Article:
Now you must make some choices. As shown in the following illustration, you need to select your preferred page layout, enter a name for the page, and specify where to store the page.
3. Accept the defaults, and name the page WebPartPage. Feel free to experiment with the different layout options available—whatever you find pleasing. The Save Location is the document library where SharePoint stores your new page.
4. Click Create to display a new blank Web Part page, as shown in the following illustration.
To make the dashboard more interesting, you can use the next exercise to get some data from an Excel workbook and show it on the page by using the Excel Web Access Web Part. Before doing that though, you need an Excel workbook.
You can use almost any workbook to do this. The following example walks you through the steps to create a simple workbook that works with some of the filters you can add to the page in later sections of this chapter.
The workbook creation process has two parts. First you need to add a pivot table connected to OLAP data in Analysis Services, and then you can generate a chart from that data.
To add a pivot table to a workbook
1. Start the data connection wizard in Excel, click the Data tab, click From Other Sources, and select From Analysis Services, as shown in the following illustration.
2. Complete the Data Connection Wizard to connect to the Contoso Retail DW database, select the Sales cube, and click Finish.
3. In the Import Data dialog box, choose PivotTable Report to create a new pivot table report in your sheet.
4. In the PivotTable Field List dialog box, choose Sales from the topmost filter to see only those fields relevant for the Sales data.
5. Scroll through the field list, selecting the check box next to the following fields: Sales Amount, Product, and Calendar YWD. This adds the primary data to the spreadsheet that we are working with.
6. Drag the Calendar YWD field from the Column Labels area to the Report Filter area, as shown in the following before-and-after illustrations.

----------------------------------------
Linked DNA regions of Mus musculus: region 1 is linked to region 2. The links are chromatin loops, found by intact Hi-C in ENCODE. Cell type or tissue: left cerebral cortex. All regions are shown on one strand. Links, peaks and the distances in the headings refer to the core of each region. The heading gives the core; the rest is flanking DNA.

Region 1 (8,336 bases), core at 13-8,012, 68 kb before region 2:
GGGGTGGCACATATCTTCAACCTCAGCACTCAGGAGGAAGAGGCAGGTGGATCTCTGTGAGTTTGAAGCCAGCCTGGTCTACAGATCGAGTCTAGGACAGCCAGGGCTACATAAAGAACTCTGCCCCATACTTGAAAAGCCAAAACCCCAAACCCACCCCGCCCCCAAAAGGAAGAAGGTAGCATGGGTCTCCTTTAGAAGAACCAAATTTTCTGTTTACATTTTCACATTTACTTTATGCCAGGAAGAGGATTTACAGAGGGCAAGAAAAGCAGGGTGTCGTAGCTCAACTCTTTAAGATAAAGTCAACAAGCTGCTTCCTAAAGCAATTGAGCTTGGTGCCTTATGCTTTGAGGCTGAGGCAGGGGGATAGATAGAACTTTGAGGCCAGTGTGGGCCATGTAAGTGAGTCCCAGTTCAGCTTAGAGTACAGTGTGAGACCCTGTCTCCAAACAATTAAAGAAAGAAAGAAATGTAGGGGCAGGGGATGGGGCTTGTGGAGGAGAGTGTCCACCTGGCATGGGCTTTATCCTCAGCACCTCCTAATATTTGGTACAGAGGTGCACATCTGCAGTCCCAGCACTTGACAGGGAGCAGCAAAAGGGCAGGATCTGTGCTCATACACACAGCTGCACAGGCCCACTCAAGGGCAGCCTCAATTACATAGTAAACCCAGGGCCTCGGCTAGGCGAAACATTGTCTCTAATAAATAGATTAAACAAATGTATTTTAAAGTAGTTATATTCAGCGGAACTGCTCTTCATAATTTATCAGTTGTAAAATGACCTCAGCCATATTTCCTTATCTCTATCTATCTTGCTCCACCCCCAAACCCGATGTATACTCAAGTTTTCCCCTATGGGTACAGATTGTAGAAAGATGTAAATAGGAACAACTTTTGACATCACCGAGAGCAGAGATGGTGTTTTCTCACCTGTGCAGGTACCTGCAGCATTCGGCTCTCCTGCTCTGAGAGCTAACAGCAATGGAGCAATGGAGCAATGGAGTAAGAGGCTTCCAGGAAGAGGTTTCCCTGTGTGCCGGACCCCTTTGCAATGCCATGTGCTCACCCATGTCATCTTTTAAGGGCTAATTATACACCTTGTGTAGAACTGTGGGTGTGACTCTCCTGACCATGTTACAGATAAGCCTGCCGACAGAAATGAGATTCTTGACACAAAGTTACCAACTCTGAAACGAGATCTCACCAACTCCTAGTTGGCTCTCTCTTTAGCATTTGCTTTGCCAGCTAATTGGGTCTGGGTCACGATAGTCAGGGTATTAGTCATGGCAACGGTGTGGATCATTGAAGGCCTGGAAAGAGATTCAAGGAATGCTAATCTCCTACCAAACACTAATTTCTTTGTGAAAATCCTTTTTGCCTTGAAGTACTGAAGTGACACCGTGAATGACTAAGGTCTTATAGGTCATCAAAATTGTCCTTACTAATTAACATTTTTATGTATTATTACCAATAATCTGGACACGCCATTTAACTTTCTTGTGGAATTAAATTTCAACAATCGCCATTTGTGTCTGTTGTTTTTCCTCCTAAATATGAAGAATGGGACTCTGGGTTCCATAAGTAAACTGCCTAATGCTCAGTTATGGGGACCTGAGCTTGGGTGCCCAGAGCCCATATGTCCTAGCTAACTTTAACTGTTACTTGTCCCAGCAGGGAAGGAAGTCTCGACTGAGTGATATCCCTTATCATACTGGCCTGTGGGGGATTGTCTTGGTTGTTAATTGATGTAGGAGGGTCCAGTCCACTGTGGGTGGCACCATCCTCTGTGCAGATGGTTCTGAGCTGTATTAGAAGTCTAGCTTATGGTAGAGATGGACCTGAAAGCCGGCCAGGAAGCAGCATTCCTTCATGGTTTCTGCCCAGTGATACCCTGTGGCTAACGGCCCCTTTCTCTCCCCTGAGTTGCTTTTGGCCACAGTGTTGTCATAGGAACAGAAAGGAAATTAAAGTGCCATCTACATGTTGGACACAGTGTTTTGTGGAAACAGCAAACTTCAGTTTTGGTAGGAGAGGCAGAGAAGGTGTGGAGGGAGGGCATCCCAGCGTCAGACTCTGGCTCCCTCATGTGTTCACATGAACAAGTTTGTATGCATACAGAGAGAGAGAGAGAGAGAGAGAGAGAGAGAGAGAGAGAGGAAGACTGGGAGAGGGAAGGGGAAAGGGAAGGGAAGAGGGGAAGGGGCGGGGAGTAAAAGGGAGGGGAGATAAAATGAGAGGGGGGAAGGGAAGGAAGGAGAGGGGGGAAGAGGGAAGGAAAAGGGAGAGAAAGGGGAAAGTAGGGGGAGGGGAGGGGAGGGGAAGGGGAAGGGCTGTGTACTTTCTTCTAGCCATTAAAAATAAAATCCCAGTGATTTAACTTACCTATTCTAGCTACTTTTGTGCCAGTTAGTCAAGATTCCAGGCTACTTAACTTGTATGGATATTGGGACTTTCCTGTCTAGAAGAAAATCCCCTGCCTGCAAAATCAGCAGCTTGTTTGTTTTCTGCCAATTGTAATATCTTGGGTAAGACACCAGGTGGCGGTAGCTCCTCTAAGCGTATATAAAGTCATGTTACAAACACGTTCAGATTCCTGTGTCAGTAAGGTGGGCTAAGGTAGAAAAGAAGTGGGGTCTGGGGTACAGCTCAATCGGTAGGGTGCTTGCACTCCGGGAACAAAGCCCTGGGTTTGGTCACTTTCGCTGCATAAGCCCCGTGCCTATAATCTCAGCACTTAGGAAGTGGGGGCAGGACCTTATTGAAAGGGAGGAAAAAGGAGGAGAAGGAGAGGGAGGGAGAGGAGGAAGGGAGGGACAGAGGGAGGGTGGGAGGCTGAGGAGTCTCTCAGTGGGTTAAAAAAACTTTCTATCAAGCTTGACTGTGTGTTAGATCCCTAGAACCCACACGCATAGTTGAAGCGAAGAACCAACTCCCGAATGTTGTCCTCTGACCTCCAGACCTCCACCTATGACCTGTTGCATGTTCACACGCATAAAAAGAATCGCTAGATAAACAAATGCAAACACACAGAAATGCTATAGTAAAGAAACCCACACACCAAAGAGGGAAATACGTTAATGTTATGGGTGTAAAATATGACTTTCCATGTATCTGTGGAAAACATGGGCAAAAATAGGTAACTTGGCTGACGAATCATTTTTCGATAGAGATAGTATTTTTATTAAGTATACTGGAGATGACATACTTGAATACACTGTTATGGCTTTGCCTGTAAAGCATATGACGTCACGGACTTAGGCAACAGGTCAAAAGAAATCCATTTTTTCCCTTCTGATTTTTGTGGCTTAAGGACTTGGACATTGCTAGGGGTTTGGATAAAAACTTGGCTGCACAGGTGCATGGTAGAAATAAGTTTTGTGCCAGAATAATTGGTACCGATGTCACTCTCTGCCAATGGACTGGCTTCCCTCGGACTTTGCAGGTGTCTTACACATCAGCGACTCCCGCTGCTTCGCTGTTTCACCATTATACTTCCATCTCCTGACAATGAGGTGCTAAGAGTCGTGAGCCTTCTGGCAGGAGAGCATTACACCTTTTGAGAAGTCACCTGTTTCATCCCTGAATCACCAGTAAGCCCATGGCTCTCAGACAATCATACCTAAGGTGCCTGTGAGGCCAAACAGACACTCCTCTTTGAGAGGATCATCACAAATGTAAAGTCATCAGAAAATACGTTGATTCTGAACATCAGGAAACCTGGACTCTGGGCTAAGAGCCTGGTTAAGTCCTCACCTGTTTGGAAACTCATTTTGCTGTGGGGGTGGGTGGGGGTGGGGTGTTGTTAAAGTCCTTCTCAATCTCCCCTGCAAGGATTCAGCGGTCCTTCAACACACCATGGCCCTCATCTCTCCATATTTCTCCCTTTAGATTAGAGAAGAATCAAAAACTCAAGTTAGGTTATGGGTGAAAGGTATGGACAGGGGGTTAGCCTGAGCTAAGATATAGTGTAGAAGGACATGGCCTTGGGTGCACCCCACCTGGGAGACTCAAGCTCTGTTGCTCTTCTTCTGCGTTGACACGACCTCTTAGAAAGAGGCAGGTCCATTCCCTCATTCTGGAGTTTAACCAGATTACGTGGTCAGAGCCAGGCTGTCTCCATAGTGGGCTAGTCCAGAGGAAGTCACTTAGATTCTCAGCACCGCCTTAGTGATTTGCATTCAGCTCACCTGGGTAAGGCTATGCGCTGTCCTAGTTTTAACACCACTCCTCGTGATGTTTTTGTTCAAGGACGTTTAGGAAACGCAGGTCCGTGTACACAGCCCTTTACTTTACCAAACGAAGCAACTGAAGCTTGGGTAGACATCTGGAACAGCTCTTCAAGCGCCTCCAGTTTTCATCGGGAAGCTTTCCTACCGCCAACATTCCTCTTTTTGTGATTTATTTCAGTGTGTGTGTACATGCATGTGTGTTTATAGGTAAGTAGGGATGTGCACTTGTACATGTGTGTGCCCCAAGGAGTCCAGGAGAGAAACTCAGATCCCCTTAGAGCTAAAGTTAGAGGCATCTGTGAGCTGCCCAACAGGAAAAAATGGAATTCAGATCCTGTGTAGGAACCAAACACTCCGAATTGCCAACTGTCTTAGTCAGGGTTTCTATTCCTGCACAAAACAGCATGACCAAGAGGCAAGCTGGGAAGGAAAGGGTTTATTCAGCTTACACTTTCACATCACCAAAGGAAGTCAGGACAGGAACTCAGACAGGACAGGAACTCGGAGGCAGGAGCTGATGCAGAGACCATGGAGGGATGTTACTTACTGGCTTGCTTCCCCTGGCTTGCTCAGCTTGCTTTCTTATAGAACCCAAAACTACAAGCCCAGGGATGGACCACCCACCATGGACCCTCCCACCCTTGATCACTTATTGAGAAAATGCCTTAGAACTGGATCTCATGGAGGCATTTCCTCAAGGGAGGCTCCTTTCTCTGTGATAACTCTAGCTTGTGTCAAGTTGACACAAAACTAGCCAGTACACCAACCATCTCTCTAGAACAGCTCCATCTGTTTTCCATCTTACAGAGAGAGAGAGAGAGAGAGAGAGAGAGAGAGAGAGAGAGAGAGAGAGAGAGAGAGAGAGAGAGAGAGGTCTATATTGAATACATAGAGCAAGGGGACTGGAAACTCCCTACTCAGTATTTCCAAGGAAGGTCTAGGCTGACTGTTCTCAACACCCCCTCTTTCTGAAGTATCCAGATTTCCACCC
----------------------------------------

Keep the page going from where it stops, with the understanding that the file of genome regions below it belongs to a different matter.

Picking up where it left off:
You should end up with a pivot table in your workbook, as shown in the following illustration.
To add a simple chart to the workbook
1. Continuing with the same file you created in the preceding procedure, make sure your cell selection is located in the pivot table, and on the Insert tab, click Pie to choose a Pie chart.
2. To format the chart so that it looks a little better in the report, move the chart and then grab its corner to resize it so that it fits next to your pivot table.
3. Optionally, choose a chart style that you like from the chart ribbon.
4. On the Chart Analyze tab, in the Field group, click Hide All.
You should now have a finished report that resembles the following illustration.
5. Save the workbook to SharePoint, and view it in a browser by using Excel Services.
When you view the workbook on the server, make sure the pivot table refreshes and that all your data connectivity is working. If it isn’t, see the section “External Data Configuration” in Chapter 4, “Excel Services,” for some steps that should help.
Because the ultimate goal is to end up with multiple Web Parts on a dashboard page, you need a way to filter the data on the page at the same time. You can use a SharePoint filter to do this. A SharePoint filter is yet another Web Part on the page that takes a given value and sends it to other Web Parts on the page. Then, based on the value provided by the SharePoint filter Web Part, the other Web Parts can change or filter the data they display. This simple mechanism enables users to choose a given value and then see all the different Web Parts on the page get filtered by their choice. SharePoint filters are created either in a SharePoint Web Part page user interface or in SharePoint Designer.
Before configuring the Excel Services Web Parts so that they can be filtered, you need to make some simple modifications to the workbook file so that it can be filtered in the dashboard. You must modify the workbook so that it can accept a filter value and recalculate based on that value. You do this by specifying workbook parameters.
A workbook parameter is a single cell in Excel that accepts input values when the file is loaded on the server. This provides a way to modify a cell’s contents even in read-only or view-only permission situations, without allowing the rest of the workbook to be edited. Workbook parameters are single-cell named ranges that don’t contain any formulas.
To specify a workbook parameter